Friday: a Stadthaus reading by JM Coetzee as part of the Zürich Liest (Zürich Reads) event.
Coetzee rarely gives interviews, but when he does … his opinions on music and structure, his regard for poetry, his intellect, his stance on animal rights, his cultural and literary allegiances, his modesty and refusal to be a mouthpiece for what he supposedly represents … all this would combine to make him a person I greatly respect. As for his writing, suffice it to say, he’s on my top shelf. There is no greater praise – Booker Schmooker.
On Friday night, he read The Old Woman and the Cats, an extract from Elizabeth Costello. A man in dialogue with his mother; he conscious of external perception, she focused on internal interpretation. The piece talks about life and the right to it. Should the plague of feral cats be exterminated? Should they be neutered, human beings acting as gatekeepers to the world? Who has the right to choose which souls may enter? The mother wishes she’d had more children, the son is glad she did not. And then there’s the issue of the man in the kitchen.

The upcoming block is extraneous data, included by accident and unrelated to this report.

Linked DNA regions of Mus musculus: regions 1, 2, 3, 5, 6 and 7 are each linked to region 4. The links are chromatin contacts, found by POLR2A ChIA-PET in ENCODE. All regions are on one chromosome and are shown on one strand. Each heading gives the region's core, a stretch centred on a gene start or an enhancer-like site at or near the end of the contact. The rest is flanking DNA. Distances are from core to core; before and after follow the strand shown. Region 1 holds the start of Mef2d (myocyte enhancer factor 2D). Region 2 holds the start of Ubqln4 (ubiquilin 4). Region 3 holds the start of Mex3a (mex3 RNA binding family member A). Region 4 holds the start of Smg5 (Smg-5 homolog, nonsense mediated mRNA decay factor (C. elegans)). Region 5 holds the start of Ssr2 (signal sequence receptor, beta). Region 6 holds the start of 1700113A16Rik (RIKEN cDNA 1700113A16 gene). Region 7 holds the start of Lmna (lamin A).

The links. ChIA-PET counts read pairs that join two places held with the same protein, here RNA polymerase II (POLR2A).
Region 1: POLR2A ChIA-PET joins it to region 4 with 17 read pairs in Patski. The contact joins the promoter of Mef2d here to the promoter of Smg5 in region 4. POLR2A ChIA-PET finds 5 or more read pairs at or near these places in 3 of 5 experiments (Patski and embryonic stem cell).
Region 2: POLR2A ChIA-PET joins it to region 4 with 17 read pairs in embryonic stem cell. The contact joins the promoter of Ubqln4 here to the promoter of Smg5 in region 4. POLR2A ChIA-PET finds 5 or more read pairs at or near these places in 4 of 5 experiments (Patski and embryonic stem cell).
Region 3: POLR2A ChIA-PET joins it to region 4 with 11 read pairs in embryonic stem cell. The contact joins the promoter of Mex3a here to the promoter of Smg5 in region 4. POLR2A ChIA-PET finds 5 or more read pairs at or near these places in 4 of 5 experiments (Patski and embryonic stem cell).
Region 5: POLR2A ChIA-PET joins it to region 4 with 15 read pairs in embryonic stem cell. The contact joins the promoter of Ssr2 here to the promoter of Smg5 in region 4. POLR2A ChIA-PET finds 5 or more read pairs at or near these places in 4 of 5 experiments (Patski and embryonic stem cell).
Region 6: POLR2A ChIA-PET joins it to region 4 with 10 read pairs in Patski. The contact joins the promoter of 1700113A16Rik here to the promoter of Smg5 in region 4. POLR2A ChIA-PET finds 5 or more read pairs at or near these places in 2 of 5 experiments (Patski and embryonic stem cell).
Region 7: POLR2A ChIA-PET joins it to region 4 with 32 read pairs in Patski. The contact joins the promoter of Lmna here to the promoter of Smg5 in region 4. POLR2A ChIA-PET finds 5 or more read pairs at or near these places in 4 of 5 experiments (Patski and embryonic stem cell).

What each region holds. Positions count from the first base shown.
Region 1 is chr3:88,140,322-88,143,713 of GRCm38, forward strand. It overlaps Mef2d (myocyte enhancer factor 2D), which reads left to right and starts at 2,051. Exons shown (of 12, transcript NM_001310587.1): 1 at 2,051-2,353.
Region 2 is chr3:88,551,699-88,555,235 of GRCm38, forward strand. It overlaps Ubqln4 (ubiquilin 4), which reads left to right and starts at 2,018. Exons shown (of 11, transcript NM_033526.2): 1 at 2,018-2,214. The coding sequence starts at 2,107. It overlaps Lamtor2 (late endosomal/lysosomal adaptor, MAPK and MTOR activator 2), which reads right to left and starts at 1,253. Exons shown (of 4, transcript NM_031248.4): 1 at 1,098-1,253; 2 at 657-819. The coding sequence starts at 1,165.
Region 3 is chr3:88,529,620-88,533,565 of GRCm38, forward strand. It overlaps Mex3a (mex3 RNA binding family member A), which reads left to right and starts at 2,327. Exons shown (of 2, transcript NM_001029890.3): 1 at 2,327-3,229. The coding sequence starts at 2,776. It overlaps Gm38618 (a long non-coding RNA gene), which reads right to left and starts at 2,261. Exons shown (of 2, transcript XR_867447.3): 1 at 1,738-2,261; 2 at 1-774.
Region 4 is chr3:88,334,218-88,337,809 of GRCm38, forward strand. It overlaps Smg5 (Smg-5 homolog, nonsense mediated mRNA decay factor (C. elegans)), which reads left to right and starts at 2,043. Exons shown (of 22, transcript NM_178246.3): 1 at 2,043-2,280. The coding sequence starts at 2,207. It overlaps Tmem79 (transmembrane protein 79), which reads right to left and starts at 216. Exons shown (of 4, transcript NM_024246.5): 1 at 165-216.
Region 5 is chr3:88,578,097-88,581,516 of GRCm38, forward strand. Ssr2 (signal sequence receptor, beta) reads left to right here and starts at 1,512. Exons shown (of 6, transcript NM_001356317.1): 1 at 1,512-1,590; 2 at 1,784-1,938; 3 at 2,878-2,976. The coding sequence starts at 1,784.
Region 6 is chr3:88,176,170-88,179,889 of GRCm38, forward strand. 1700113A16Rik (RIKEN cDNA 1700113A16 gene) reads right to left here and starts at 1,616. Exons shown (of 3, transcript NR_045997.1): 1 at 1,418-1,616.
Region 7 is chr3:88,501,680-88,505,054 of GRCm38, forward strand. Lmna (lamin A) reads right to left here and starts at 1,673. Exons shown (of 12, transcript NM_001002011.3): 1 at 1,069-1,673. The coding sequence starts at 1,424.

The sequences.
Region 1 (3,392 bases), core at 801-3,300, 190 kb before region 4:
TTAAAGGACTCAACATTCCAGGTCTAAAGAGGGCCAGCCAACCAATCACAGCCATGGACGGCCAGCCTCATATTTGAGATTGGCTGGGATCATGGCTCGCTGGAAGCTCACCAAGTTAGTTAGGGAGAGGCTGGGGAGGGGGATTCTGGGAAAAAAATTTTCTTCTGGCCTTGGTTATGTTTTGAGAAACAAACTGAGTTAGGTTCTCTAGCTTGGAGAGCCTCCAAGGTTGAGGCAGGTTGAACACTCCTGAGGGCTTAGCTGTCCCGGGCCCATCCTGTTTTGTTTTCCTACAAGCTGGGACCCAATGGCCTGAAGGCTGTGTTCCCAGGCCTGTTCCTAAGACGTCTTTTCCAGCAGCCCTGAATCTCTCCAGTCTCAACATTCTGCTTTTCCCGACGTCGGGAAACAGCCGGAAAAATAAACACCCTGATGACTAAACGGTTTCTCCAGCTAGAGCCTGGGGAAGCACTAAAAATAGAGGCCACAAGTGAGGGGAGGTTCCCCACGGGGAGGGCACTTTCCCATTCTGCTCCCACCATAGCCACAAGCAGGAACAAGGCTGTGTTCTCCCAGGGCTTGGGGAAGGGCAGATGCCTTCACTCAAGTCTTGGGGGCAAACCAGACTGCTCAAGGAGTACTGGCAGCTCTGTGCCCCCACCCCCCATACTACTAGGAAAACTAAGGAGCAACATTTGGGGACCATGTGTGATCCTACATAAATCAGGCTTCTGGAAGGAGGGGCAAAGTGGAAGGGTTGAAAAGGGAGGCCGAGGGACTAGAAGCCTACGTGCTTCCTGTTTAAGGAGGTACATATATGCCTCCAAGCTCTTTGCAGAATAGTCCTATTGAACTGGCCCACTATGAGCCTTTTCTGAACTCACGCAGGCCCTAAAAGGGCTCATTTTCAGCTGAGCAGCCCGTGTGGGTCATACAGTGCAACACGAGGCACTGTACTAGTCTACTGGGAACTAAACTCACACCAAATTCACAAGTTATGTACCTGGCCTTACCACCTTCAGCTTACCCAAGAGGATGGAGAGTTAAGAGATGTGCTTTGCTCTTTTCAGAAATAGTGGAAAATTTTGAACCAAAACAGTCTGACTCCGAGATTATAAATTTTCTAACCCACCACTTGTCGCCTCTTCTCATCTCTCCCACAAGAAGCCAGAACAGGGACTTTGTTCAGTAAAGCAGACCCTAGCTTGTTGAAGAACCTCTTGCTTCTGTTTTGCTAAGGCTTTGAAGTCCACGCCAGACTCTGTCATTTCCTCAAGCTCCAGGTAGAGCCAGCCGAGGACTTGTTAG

It’s sharp, it’s funny, it’s uncomfortable. He’s read this before – it shows. His voice, with the clipped precise diction I associate with British RP, echoes around the arches, murals and galleries, apparently hypnotising the audience. No one shifts, coughs or even takes a picture for forty minutes.People laugh in the right places and nod often. The applause shows I’m not the only one who thinks his words speak to me personally. An intriguing individual and an incredible writer. I go home happy. And think about souls, dead and alive.
Saturday: booklovers, writers, readers and the generally wordy hook up for drinks and chats and a sharing of ideas in a whisky bar. From Panama, California, Portugal, Chicago, Potsdam, Canada and Powys, I meet some amazing people with huge concepts: historical fiction, screenplays, bilingual poetry, fantasy and sci-fi, travel books, contemporary lit-fic and memoir. Even the waiters are eavesdropping.
Afterwards, we wander down to our lovely bookshop, Orell Füssli, to be greeted by a Master of Ceremonies. Standing on the threshold in black cloak and top hat, he reads an opening section to Erin Morgenstern’s The Night Circus, before welcoming us into a world of ghost stories, magic, sparkling red punch, a special selection of books, spiced cakes and all the staff dressed in black, red and white. Beautiful, inclusive and fun; it’s a lovely way to celebrate characters, who live in only one dimension – our imaginations.
Sunday: I’ve been reading Kimi’s Secret (there’s more to life than you think), watching The Shining (scares me to death every time) and killing off one of my own characters (that’s life). I look out onto the cemetery and watch happy, chattering families bringing balloons and flowers and sweets to lay on the gravestones.
Celebrating life, making the most of death and accepting the in-between.
That’s my kind of Hallowe’en.